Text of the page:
But the concern is not you walking around outside, it's being enclosed in an airline, which was what was expressed to you.
No, that's just what they're saying now.

So what made you decide to run for it?
It's 11 at night and we're sitting in the hotel room. I can either get locked up or I can get home and get treated. I was clearly told I was not a threat to anyone. But now people are sending me hate mail like, "I hope you die or I hope your treatment is painful and as long as possible. You're a terrorist who needs to be eradicated." I'm a good person. I've tried to live a good life. I would never intentionally put people at risk.

But on a plane you are at risk to others.
But nothing's changed. I'm still testing like I did before, in fact, my X-rays at Bellvue [the New York City hospital where he was first isolated] are better than before I left.

How did you figure out the way to leave Italy? Obviously you knew you were in trouble, otherwise why would you choose Canada?
We just went downstairs and booked tickets online. We were concerned, I think we might have been told, that our passports were flagged or might be taken away from us so we figured Canada would be a safer bet. We were frantic. We were scared out of our minds. The options we were faced with seemed ludicrous.

There was an alert to look out for you at the border. What did you say to them at the border crossing?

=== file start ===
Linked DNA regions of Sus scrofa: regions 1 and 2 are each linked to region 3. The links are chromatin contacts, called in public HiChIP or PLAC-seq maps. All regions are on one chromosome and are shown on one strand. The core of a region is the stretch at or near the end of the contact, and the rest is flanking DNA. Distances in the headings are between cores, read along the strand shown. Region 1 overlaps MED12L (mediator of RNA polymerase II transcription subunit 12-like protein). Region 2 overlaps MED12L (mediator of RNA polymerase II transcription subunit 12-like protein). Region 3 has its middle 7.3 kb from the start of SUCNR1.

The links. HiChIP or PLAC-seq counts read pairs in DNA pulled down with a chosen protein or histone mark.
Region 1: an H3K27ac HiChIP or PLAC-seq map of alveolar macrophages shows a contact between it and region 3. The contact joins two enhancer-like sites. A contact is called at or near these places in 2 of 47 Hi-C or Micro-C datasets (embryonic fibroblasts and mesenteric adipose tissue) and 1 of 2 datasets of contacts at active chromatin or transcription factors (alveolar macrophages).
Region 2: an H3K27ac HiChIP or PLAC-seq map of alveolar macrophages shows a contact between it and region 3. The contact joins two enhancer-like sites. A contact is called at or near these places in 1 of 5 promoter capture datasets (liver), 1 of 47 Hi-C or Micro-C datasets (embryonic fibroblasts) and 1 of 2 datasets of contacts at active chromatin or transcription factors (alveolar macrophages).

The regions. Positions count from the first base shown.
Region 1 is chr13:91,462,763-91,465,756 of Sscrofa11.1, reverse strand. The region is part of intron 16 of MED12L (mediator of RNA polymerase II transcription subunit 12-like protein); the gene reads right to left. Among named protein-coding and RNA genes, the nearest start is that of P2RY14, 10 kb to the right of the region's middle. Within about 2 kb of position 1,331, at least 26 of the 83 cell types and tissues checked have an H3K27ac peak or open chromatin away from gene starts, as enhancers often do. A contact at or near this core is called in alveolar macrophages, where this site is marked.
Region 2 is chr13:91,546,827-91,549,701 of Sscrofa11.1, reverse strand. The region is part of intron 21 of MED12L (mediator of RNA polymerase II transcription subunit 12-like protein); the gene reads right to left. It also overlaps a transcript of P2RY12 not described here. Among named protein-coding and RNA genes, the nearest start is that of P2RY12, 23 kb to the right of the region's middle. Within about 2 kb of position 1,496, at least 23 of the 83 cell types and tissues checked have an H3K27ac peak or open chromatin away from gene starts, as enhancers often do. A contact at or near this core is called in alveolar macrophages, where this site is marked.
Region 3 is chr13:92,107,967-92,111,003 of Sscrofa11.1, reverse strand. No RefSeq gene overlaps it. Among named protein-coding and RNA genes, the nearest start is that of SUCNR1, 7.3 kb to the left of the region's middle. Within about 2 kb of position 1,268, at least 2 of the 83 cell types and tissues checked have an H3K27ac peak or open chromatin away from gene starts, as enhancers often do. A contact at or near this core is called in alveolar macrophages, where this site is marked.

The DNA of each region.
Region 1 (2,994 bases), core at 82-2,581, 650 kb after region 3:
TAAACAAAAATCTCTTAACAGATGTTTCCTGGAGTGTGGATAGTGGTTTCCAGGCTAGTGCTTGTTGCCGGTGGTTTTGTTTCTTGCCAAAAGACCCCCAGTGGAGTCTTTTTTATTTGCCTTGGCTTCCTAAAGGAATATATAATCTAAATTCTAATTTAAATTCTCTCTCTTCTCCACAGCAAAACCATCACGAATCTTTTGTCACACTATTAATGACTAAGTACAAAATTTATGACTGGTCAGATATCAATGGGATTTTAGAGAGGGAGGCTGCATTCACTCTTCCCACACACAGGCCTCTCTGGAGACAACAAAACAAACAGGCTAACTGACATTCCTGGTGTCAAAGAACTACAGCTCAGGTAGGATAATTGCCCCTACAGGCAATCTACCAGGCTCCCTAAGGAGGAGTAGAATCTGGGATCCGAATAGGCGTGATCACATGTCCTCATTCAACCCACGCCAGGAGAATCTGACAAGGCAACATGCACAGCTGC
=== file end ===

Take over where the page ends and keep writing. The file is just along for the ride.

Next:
The first I heard of an alert was on the news. We were just asked where we were headed. We said Atlanta. It was all just pleasantries. Once we got over the line there were messages from the CDC and a few calls back and forth. It was very much a voluntary exchange.

There's been talk that your marriage license isn't valid, do you know anything about this?
I know we went over and had a ceremony and that local officials [in Greece] had me sign all these documents. I know we exchanged rings. If there's some loophole and the local mayor didn't check some box, I don't know. Heck, we've even got the marriage pictures.

Any idea where you could have picked this up?
I spend five weeks in Vietnam as ambassador of the Rotary Club around this time last year. We went to hospitals to watch cleft-palate operations, we passed out rice, we went to orphanages. That's one of the possibilities, but we can't really nail it down.

Any last thing you'd like to say?
I'm just truly sorry if I've caused anyone to be scared or worried. I pray to God that everyone will be fine.